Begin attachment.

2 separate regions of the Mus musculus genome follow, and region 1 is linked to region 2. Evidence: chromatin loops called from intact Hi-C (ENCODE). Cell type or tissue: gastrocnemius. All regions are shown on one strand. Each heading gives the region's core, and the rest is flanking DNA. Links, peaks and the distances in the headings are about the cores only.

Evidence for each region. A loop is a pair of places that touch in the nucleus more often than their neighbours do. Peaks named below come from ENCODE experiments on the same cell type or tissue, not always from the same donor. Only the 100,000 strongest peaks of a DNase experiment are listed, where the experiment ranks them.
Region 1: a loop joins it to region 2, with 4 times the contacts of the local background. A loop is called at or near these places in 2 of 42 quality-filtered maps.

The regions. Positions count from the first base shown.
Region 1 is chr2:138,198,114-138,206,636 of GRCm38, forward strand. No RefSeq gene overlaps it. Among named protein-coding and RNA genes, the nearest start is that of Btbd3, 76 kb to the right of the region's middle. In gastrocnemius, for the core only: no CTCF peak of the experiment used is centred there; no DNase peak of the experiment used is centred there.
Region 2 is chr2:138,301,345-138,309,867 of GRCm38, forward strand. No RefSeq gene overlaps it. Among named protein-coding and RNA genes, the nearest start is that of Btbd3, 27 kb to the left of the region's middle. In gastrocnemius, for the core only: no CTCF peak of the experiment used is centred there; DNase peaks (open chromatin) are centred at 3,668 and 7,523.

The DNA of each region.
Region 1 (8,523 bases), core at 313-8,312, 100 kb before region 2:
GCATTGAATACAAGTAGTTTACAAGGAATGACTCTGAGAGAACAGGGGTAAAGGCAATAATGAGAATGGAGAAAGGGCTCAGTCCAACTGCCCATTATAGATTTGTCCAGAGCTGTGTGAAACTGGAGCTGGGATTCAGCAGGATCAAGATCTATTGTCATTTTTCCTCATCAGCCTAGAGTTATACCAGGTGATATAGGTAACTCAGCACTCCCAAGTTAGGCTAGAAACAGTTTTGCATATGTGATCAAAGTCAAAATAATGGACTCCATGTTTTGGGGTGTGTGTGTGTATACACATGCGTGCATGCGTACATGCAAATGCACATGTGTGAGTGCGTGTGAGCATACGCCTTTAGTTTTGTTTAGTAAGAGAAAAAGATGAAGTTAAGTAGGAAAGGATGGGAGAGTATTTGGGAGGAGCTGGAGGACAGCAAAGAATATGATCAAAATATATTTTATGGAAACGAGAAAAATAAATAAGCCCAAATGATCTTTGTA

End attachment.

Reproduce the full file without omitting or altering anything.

2 separate regions of the Mus musculus genome follow, and region 1 is linked to region 2. Evidence: chromatin loops called from intact Hi-C (ENCODE). Cell type or tissue: gastrocnemius. All regions are shown on one strand. Each heading gives the region's core, and the rest is flanking DNA. Links, peaks and the distances in the headings are about the cores only.

Evidence for each region. A loop is a pair of places that touch in the nucleus more often than their neighbours do. Peaks named below come from ENCODE experiments on the same cell type or tissue, not always from the same donor. Only the 100,000 strongest peaks of a DNase experiment are listed, where the experiment ranks them.
Region 1: a loop joins it to region 2, with 4 times the contacts of the local background. A loop is called at or near these places in 2 of 42 quality-filtered maps.

The regions. Positions count from the first base shown.
Region 1 is chr2:138,198,114-138,206,636 of GRCm38, forward strand. No RefSeq gene overlaps it. Among named protein-coding and RNA genes, the nearest start is that of Btbd3, 76 kb to the right of the region's middle. In gastrocnemius, for the core only: no CTCF peak of the experiment used is centred there; no DNase peak of the experiment used is centred there.
Region 2 is chr2:138,301,345-138,309,867 of GRCm38, forward strand. No RefSeq gene overlaps it. Among named protein-coding and RNA genes, the nearest start is that of Btbd3, 27 kb to the left of the region's middle. In gastrocnemius, for the core only: no CTCF peak of the experiment used is centred there; DNase peaks (open chromatin) are centred at 3,668 and 7,523.

The DNA of each region.
Region 1 (8,523 bases), core at 313-8,312, 100 kb before region 2:
GCATTGAATACAAGTAGTTTACAAGGAATGACTCTGAGAGAACAGGGGTAAAGGCAATAATGAGAATGGAGAAAGGGCTCAGTCCAACTGCCCATTATAGATTTGTCCAGAGCTGTGTGAAACTGGAGCTGGGATTCAGCAGGATCAAGATCTATTGTCATTTTTCCTCATCAGCCTAGAGTTATACCAGGTGATATAGGTAACTCAGCACTCCCAAGTTAGGCTAGAAACAGTTTTGCATATGTGATCAAAGTCAAAATAATGGACTCCATGTTTTGGGGTGTGTGTGTGTATACACATGCGTGCATGCGTACATGCAAATGCACATGTGTGAGTGCGTGTGAGCATACGCCTTTAGTTTTGTTTAGTAAGAGAAAAAGATGAAGTTAAGTAGGAAAGGATGGGAGAGTATTTGGGAGGAGCTGGAGGACAGCAAAGAATATGATCAAAATATATTTTATGGAAACGAGAAAAATAAATAAGCCCAAATGATCTTTGTA